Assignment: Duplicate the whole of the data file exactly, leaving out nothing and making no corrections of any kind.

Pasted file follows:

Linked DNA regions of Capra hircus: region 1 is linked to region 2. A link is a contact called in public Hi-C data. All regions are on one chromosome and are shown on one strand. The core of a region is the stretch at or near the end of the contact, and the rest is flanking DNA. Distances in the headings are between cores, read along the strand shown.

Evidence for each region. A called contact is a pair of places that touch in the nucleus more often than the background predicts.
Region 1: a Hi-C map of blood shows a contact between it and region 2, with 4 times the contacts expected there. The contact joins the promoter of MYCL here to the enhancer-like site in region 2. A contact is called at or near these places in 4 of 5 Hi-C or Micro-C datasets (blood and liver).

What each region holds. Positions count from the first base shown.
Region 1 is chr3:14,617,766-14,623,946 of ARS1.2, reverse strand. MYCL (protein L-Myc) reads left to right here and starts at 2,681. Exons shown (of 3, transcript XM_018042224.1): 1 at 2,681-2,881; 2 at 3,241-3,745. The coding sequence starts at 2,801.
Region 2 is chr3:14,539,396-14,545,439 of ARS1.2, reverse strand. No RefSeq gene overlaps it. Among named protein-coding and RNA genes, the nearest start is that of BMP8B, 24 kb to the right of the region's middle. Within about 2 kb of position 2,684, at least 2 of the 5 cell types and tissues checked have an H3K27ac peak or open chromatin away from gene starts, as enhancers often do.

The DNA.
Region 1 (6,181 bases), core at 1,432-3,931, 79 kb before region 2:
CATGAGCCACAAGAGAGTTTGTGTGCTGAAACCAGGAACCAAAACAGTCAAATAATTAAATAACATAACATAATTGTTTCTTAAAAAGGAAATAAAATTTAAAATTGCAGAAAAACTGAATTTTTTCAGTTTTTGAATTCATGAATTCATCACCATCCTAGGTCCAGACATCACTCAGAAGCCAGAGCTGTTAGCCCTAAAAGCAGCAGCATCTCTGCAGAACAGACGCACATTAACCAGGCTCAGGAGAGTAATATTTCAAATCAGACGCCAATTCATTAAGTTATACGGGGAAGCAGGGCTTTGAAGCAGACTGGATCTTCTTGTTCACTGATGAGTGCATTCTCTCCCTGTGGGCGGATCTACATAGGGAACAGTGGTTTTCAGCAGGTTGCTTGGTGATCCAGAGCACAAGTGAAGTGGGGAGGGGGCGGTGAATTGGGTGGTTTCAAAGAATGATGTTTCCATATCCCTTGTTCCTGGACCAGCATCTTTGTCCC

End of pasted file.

Linked DNA regions of Capra hircus: region 1 is linked to region 2. A link is a contact called in public Hi-C data. All regions are on one chromosome and are shown on one strand. The core of a region is the stretch at or near the end of the contact, and the rest is flanking DNA. Distances in the headings are between cores, read along the strand shown.

Evidence for each region. A called contact is a pair of places that touch in the nucleus more often than the background predicts.
Region 1: a Hi-C map of blood shows a contact between it and region 2, with 4 times the contacts expected there. The contact joins the promoter of MYCL here to the enhancer-like site in region 2. A contact is called at or near these places in 4 of 5 Hi-C or Micro-C datasets (blood and liver).

What each region holds. Positions count from the first base shown.
Region 1 is chr3:14,617,766-14,623,946 of ARS1.2, reverse strand. MYCL (protein L-Myc) reads left to right here and starts at 2,681. Exons shown (of 3, transcript XM_018042224.1): 1 at 2,681-2,881; 2 at 3,241-3,745. The coding sequence starts at 2,801.
Region 2 is chr3:14,539,396-14,545,439 of ARS1.2, reverse strand. No RefSeq gene overlaps it. Among named protein-coding and RNA genes, the nearest start is that of BMP8B, 24 kb to the right of the region's middle. Within about 2 kb of position 2,684, at least 2 of the 5 cell types and tissues checked have an H3K27ac peak or open chromatin away from gene starts, as enhancers often do.

The DNA.
Region 1 (6,181 bases), core at 1,432-3,931, 79 kb before region 2:
CATGAGCCACAAGAGAGTTTGTGTGCTGAAACCAGGAACCAAAACAGTCAAATAATTAAATAACATAACATAATTGTTTCTTAAAAAGGAAATAAAATTTAAAATTGCAGAAAAACTGAATTTTTTCAGTTTTTGAATTCATGAATTCATCACCATCCTAGGTCCAGACATCACTCAGAAGCCAGAGCTGTTAGCCCTAAAAGCAGCAGCATCTCTGCAGAACAGACGCACATTAACCAGGCTCAGGAGAGTAATATTTCAAATCAGACGCCAATTCATTAAGTTATACGGGGAAGCAGGGCTTTGAAGCAGACTGGATCTTCTTGTTCACTGATGAGTGCATTCTCTCCCTGTGGGCGGATCTACATAGGGAACAGTGGTTTTCAGCAGGTTGCTTGGTGATCCAGAGCACAAGTGAAGTGGGGAGGGGGCGGTGAATTGGGTGGTTTCAAAGAATGATGTTTCCATATCCCTTGTTCCTGGACCAGCATCTTTGTCCC